"When I use a word," Humpty Dumpty said, in a rather scornful tone, "it means just what I choose it to mean, neither more nor less."1 Words from an accident prone egg that Canadian business would be wise to keep in mind with respect to the proposed Canada Consumer Product Safety Act (CCPSA).
When the Prime Minister, during a pre-Christmas visit to a Salvation Army toy depot, announced the Canada Consumer Product Safety Action Plan, a lot of people would have assumed that the government's Plan was directed at the safety of consumer products such as toys. And, given the rash of toy recalls for lead paint content that had occurred during 2007, they'd have been right. But the government's Plan is so much more than that as evidenced by Bill C-52 which was introduced in April, 2007.
If enacted in its current form, some manufacturers may be surprised to discover that the products they make are considered to be "consumer products" under the CCSPA and that they have the same responsibilities and potential liabilities as toy and baby furniture manufacturers.
Understanding what does and does not constitute a "consumer product" will be very important in decision-making with respect to each industry sector's response to compliance with this proposed legislation when enacted.
What is a Consumer Product
As defined in the CPSA, a "consumer product" is any product that can reasonably be expected to be obtained by an individual for use for non-commercial purposes, including domestic, recreational and sports purposes, and includes any such product's components, parts and accessories as well as its packaging.
In large part, consumer products will be exactly what you think they will be - toys, personal heaters, ovens, fans, skis, tents, computers, etc. As such, in most case the answer to this question will be obvious to the manufacturer or importer dealing in the product.
What a Consumer Product is not
It is perhaps easier to say what a consumer product is not.
Expressly excluded from the application of the CPSA are the following products:
- cosmetics, devices, drugs and food under the Food and
- pest control products under the Pest Control Products
- vehicles and equipment under the Motor Vehicle Safety
- vessels under the Canada Shipping Act
- firearms, ammunition, cartridge magazines, crossbows and
prohibited devices under the Criminal Code
- plants under the Plant Protection Act and seed
under the Seed Act
- aeronautical products under the Aeronautics Act
Simply reversing the wording of the definition suggests also that a non-consumer product is any product that is used exclusively for commercial purposes or, at least, a product in respect of which there is no reasonable basis which would lead a manufacturer or importer to expect that the product will be used by individuals other than for the commercial purposes for which it was designed and is used in practice.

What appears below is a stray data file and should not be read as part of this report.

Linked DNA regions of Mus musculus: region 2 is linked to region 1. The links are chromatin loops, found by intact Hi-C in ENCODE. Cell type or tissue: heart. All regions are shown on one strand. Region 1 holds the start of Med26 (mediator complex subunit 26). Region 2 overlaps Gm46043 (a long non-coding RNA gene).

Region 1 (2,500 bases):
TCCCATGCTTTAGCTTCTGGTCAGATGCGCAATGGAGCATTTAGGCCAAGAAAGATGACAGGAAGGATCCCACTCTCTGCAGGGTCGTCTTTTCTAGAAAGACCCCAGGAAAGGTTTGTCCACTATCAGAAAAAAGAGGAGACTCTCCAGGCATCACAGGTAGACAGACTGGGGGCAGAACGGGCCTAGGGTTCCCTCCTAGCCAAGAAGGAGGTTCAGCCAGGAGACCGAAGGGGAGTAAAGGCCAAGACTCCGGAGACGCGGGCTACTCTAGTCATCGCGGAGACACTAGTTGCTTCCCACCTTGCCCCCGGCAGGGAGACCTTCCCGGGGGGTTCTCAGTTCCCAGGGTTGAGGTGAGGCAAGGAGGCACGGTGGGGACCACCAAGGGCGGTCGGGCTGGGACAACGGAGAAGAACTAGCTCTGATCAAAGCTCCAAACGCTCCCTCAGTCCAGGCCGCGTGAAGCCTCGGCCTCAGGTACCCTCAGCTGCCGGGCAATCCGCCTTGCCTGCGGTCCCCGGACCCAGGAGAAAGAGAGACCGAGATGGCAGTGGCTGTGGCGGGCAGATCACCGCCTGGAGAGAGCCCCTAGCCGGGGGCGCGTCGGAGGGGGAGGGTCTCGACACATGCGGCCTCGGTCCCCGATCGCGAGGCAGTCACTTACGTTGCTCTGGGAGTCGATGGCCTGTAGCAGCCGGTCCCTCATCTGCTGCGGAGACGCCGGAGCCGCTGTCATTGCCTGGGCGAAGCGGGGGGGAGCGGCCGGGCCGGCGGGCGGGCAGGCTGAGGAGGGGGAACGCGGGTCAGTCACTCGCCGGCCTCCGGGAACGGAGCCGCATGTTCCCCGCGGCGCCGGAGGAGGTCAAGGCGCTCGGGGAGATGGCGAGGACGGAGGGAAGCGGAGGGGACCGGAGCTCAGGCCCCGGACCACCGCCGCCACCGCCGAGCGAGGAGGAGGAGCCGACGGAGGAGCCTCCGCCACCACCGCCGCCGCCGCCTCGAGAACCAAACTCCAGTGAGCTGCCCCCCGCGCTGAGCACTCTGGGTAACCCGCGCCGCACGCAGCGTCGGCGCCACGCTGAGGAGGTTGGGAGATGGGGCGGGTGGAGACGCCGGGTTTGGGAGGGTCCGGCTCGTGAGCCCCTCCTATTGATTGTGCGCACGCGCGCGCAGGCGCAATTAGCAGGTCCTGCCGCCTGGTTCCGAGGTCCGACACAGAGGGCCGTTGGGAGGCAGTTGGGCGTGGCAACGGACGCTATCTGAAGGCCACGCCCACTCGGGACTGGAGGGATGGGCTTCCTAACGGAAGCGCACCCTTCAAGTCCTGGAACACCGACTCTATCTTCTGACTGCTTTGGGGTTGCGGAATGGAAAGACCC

Product Evolution a Risk
While manufacturers of construction cranes and industrial boilers may be reasonably comfortable that their products will not find their way into the hands of individuals for non-commercial use thereby becoming "consumer products", other manufacturers will not. For example, products produced by commercial restaurant equipment manufacturers, such as ovens and refrigerators originally used exclusively in commercial settings, have gradually over the years found their way into residential kitchens. Humvees, once exclusively driven by armed forces personnel, first found their way into movie stars' driveways and then into the hands of the general public as Hummers. As can be seen from these two examples, the evolution of product use from exclusively commercial and industrial applications to personal applications is not always expected or within the control of the manufacturer.
Also manufacturers of components and parts which find their way into consumer products will have to be aware that their products, as components or parts of a consumer product, will fall under this new legislation.
The expression caveat emptor, let the buyer beware, is well known. However, with the enactment of the CCPSA, manufacturers, importers, distributors and retailers will need to learn the meaning of the expression caveat venditor let the seller beware. In addition to mandated record keeping and incident reporting, the CCPSA provides the federal government with numerous powers. Failure to comply with this legislation could expose manufacturers, importers, distributors and retailers, including their officers and directors, to the possibility of serious fines. The CCPSA also provides for imprisonment for up to 5 years for serious breaches.
For more information on the subject of this bulletin, please contact the author:
1 Through the Looking-Glass, and What Alice Found There, Lewis Carroll (1871).
2. Amendments to the Food and Drugs Act which correspond to many of the provisions of the CCPSA have been proposed in Bill C-51.
The content of this article is intended to provide a general guide to the subject matter. Specialist advice should be sought about your specific circumstances.